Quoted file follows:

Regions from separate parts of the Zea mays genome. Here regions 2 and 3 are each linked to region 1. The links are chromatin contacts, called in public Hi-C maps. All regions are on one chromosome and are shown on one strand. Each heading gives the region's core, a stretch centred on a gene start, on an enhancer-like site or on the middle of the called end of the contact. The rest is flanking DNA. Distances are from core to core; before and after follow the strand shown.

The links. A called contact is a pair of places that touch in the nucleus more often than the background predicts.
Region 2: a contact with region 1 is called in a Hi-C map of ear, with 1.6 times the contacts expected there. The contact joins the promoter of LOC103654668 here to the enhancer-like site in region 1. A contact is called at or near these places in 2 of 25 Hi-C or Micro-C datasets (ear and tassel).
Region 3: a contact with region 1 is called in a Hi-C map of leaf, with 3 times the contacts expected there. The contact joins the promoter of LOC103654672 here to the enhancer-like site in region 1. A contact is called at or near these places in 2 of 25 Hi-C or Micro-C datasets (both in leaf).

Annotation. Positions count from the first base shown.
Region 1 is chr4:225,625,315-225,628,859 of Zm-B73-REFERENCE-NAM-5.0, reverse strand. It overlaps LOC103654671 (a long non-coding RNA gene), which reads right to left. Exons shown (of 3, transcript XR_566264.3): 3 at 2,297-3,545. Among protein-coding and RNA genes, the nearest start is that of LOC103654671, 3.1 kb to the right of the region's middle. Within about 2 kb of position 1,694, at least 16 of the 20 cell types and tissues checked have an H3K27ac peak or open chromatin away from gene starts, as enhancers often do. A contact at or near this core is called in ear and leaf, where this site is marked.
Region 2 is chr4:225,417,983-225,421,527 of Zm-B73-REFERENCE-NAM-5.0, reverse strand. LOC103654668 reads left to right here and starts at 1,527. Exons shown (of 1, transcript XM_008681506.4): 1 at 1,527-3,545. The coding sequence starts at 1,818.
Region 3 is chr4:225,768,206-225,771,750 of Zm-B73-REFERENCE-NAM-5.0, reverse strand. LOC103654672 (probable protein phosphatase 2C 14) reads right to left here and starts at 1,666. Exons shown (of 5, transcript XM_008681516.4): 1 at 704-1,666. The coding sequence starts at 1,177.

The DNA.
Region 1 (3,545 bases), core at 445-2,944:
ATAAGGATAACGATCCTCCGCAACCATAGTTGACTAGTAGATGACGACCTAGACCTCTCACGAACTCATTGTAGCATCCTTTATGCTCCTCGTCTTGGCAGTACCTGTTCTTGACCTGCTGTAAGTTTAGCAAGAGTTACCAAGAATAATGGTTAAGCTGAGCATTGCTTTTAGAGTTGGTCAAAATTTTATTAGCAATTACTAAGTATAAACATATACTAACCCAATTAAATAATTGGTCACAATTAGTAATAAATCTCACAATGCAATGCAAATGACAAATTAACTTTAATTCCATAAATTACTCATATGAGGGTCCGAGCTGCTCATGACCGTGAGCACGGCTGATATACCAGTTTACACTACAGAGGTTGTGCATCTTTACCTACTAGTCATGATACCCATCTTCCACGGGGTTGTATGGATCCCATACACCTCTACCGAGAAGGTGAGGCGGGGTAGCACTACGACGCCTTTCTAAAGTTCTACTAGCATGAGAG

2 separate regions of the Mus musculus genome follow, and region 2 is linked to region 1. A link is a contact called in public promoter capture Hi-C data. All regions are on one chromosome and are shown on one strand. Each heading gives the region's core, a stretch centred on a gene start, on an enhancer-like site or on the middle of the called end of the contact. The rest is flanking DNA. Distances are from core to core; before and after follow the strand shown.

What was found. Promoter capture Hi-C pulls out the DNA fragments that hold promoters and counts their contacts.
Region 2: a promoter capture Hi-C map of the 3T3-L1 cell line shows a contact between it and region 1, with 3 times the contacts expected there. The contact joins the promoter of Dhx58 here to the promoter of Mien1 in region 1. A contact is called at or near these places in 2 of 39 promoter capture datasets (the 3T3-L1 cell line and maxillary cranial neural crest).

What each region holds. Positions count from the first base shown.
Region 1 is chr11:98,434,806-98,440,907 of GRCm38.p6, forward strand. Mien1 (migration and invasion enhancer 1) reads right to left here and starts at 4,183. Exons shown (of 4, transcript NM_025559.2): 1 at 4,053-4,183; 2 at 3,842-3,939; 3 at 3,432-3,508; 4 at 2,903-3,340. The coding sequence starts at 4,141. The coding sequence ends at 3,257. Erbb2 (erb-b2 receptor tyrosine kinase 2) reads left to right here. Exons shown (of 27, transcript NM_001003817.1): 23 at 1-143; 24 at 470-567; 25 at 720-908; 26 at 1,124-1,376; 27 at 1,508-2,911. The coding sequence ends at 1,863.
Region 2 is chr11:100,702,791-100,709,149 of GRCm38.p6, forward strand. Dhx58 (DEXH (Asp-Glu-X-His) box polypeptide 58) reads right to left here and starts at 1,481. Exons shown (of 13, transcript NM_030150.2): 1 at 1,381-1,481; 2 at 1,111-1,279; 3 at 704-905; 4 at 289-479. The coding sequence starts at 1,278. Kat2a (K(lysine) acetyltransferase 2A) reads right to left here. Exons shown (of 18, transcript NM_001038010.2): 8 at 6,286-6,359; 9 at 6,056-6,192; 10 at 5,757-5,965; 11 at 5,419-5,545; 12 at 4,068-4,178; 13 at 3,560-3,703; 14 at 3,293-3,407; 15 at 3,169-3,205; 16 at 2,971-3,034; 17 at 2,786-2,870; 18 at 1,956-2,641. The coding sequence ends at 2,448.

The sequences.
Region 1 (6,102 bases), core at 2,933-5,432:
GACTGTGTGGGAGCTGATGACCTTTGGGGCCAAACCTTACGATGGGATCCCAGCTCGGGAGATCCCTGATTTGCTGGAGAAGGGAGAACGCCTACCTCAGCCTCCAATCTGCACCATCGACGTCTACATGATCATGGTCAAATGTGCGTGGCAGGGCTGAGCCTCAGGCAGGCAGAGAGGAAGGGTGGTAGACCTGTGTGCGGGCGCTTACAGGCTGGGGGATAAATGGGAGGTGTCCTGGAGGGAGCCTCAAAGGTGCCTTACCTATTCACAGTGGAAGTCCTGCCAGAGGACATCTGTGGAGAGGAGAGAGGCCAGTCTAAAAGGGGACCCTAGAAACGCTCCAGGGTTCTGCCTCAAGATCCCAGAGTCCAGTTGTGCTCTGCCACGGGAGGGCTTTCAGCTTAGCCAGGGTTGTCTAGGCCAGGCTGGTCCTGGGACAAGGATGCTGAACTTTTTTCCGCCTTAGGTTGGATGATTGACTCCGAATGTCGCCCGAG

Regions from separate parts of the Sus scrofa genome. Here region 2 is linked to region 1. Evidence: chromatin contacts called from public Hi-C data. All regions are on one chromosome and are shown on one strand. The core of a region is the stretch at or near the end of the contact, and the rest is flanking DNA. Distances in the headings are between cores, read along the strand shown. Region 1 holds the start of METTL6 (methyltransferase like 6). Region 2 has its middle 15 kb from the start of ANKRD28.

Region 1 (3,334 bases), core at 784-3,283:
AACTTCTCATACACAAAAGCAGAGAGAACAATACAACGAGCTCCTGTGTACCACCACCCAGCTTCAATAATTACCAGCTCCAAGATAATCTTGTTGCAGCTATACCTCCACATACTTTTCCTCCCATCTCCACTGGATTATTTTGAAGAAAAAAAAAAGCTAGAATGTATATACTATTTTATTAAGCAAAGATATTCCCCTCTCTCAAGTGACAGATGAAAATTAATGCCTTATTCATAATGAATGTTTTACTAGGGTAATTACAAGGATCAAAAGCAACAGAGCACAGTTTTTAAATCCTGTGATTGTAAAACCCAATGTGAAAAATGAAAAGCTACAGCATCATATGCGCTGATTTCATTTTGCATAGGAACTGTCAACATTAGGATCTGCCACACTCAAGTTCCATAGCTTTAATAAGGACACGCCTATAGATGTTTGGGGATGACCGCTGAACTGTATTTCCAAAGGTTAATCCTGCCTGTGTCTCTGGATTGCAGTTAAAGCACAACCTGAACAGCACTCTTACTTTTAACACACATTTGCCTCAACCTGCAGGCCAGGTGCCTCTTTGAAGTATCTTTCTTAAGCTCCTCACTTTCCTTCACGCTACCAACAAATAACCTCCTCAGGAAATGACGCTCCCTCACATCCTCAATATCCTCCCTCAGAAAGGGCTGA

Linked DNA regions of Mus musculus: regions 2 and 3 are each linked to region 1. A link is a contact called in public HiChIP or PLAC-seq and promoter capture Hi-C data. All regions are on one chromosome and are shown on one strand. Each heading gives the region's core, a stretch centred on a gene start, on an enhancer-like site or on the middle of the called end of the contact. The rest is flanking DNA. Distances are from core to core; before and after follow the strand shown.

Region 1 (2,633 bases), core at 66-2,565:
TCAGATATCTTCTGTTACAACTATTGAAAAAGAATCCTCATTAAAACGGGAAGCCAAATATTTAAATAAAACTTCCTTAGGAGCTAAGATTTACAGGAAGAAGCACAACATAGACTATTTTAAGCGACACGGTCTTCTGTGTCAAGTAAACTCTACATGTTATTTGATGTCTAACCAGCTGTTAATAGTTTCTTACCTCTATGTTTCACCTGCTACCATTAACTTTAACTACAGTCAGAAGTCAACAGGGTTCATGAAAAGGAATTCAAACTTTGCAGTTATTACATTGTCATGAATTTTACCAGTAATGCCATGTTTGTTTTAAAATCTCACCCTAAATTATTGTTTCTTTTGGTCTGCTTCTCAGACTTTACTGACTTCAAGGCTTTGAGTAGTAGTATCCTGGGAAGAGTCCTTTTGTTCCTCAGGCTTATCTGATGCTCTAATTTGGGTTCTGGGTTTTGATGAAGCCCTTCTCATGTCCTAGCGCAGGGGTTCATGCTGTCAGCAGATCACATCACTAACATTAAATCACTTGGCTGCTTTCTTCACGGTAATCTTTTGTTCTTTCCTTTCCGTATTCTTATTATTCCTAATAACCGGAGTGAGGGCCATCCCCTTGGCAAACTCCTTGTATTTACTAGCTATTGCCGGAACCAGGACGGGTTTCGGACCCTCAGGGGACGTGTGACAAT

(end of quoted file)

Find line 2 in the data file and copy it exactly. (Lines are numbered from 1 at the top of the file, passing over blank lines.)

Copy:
The links. A called contact is a pair of places that touch in the nucleus more often than the background predicts.